Thursday, 18 January 2018

ALGOL (ALGOrithmic Language)

ALGOL is a family of high-level programming languages originally developed in the late 1950s. ALGOL is a mathematical language [1] indeed the name comes from ALGOrithmic Language [2]. The language has had a major influence on modern languages like C and Pascal. Modern languages like these are sometimes referred to as "Algol-like".

ALGOL was originally created at a committee of American and European computer scientists in 1958. It was developed to try and rectify what were saw as problems with other early languages like  FORTRAN. ALGOL has been a major research and teaching language and became the standard for the publication of algorithms. This ensured its influence on future language development.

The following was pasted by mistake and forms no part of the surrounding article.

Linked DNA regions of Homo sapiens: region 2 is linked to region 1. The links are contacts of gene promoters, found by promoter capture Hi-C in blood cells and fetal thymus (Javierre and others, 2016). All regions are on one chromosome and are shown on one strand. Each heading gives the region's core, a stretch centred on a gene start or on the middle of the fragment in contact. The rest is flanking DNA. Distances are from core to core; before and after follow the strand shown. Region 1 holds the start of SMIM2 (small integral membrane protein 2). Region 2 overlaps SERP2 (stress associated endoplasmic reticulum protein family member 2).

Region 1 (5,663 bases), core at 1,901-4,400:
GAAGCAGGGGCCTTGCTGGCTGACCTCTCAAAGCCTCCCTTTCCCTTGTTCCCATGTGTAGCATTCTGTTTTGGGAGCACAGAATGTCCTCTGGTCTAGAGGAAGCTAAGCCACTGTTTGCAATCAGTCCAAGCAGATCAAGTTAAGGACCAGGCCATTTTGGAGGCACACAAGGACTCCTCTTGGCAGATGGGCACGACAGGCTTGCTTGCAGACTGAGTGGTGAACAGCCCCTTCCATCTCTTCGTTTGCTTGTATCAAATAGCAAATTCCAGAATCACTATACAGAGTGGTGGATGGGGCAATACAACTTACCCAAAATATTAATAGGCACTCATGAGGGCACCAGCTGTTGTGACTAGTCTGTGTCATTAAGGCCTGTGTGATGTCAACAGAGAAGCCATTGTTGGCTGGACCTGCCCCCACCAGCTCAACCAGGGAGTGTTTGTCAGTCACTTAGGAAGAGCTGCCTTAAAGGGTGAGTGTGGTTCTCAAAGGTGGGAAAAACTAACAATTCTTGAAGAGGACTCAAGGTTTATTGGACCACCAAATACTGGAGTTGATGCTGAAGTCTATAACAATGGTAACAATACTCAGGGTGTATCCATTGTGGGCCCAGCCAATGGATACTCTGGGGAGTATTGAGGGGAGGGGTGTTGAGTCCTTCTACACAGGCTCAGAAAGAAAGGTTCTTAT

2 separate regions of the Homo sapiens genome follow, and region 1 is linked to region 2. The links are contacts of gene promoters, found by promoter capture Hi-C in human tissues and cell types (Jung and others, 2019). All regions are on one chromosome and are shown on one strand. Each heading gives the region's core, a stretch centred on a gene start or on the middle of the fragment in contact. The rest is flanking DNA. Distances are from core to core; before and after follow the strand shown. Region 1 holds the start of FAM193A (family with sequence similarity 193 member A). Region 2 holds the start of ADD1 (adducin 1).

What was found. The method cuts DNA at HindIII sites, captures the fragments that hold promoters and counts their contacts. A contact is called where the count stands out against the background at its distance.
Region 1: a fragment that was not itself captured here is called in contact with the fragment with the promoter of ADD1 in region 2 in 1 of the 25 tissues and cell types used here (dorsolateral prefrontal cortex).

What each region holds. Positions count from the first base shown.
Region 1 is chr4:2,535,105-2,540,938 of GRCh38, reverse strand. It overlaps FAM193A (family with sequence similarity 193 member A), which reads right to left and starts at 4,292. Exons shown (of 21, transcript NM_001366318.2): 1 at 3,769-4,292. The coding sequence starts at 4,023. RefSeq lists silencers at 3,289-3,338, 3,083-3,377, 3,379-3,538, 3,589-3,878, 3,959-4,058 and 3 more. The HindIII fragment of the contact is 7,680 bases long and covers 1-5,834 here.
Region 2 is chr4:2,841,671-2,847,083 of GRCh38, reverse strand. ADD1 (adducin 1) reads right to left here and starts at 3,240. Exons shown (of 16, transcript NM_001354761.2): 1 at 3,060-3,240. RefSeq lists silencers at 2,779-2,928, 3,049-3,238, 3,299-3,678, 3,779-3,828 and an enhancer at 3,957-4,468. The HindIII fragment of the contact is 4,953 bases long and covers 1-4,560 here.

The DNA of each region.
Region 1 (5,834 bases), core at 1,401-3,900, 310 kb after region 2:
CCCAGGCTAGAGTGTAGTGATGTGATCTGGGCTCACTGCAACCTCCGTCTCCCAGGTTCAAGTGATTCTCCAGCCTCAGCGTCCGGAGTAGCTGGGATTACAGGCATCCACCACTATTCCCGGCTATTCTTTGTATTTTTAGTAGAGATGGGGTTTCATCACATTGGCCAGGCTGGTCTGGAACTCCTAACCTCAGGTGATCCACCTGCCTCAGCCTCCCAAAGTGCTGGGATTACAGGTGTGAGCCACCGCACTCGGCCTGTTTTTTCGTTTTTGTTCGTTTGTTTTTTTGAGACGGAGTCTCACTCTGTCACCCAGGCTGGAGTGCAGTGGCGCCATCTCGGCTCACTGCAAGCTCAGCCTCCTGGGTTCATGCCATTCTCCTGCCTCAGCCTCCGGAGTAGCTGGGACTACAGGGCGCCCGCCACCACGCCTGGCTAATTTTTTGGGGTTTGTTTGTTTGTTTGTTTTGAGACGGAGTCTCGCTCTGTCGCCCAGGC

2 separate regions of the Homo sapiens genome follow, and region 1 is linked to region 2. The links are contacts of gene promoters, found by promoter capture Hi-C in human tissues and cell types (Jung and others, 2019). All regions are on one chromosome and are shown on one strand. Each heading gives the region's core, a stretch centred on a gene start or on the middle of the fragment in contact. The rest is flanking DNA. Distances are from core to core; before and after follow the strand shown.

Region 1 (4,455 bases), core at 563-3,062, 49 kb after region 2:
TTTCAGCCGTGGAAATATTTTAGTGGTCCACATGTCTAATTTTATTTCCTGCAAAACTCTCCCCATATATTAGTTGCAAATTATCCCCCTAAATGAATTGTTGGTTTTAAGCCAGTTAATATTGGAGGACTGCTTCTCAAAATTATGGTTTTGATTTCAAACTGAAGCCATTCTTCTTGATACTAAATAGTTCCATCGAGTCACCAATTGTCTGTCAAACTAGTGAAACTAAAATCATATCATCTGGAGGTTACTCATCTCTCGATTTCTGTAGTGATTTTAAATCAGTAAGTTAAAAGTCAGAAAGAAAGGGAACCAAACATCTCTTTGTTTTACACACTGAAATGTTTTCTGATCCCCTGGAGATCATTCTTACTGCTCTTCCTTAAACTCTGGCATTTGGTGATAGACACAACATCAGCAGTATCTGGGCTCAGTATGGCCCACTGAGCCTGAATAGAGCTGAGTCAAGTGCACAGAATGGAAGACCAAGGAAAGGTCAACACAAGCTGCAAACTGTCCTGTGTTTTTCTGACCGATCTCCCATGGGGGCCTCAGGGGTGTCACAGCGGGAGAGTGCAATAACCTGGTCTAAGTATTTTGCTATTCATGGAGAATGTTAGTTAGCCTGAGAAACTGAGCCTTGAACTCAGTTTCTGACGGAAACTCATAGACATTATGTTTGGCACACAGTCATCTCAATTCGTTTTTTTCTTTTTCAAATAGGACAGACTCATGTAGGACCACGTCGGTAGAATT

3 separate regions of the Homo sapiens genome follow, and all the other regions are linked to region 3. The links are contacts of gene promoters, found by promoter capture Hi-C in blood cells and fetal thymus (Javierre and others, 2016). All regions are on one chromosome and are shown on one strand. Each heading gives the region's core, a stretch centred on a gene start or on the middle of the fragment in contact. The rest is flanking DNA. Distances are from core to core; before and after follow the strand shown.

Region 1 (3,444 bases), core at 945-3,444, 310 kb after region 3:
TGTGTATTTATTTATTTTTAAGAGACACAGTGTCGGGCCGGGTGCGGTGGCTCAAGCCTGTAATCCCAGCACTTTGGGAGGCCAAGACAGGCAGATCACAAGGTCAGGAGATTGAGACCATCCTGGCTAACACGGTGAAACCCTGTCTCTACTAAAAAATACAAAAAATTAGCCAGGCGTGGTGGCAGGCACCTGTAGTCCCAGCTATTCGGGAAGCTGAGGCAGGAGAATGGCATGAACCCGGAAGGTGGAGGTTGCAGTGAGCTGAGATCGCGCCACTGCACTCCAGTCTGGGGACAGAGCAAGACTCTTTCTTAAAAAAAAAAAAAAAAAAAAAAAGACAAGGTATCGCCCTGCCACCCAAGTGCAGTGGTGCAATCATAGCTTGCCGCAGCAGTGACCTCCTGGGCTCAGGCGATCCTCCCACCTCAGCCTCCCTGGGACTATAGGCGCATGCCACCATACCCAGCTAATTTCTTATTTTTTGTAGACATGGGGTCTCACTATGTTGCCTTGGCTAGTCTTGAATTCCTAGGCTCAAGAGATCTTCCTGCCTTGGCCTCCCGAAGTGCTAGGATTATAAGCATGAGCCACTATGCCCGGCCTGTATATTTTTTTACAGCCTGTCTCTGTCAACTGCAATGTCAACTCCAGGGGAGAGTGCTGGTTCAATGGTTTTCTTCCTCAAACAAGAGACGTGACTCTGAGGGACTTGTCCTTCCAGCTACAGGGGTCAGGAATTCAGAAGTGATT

There have been three standards of ALGOL, the first was ALGOL 58 as originally defined. It was followed by ALGOL 60 and finally ALGOL 68 which added new elements to the language. However ALGOL 60 remained the most popular version as some thought the ALGOL 68 changes went a bit too far and could be considered a whole new language.

As well as usage in academia and research examples of ALGOL usage include software on the Soviet Buran space shuttle, computer systems of the Royal Air Force in the Cold War and a number of operating systems from companies like ICL and Burroughs. It is still used on Unisys mainframes as a system language and elsewhere on "legacy" systems (including some UK government departments).

Finally lets look at some code examples of ALGOL 60. Even if you are unfamiliar with the language and never seen it before if you know a bit of C, Pascal or similar then ALGOL is perfectly understandable:

for n:= 5 step 1 until 10 do
begin x:=n/5

if fract(p) > 0.5 then a := p;

day := day + days[month];

One thing ALGOL 60 did lack was input and output facilities. This was left to individual implementations of the language and thus differed between computer manufacturers.

[1] Eric Foxley & Henry R. Neave, A First Course in ALGOL 60 (Addison-Wesley, 1968) p. 5
[2] Graham C. Lester, Data Processing Vol 1: Hardware & Programming (Polytech, 1980) p. 203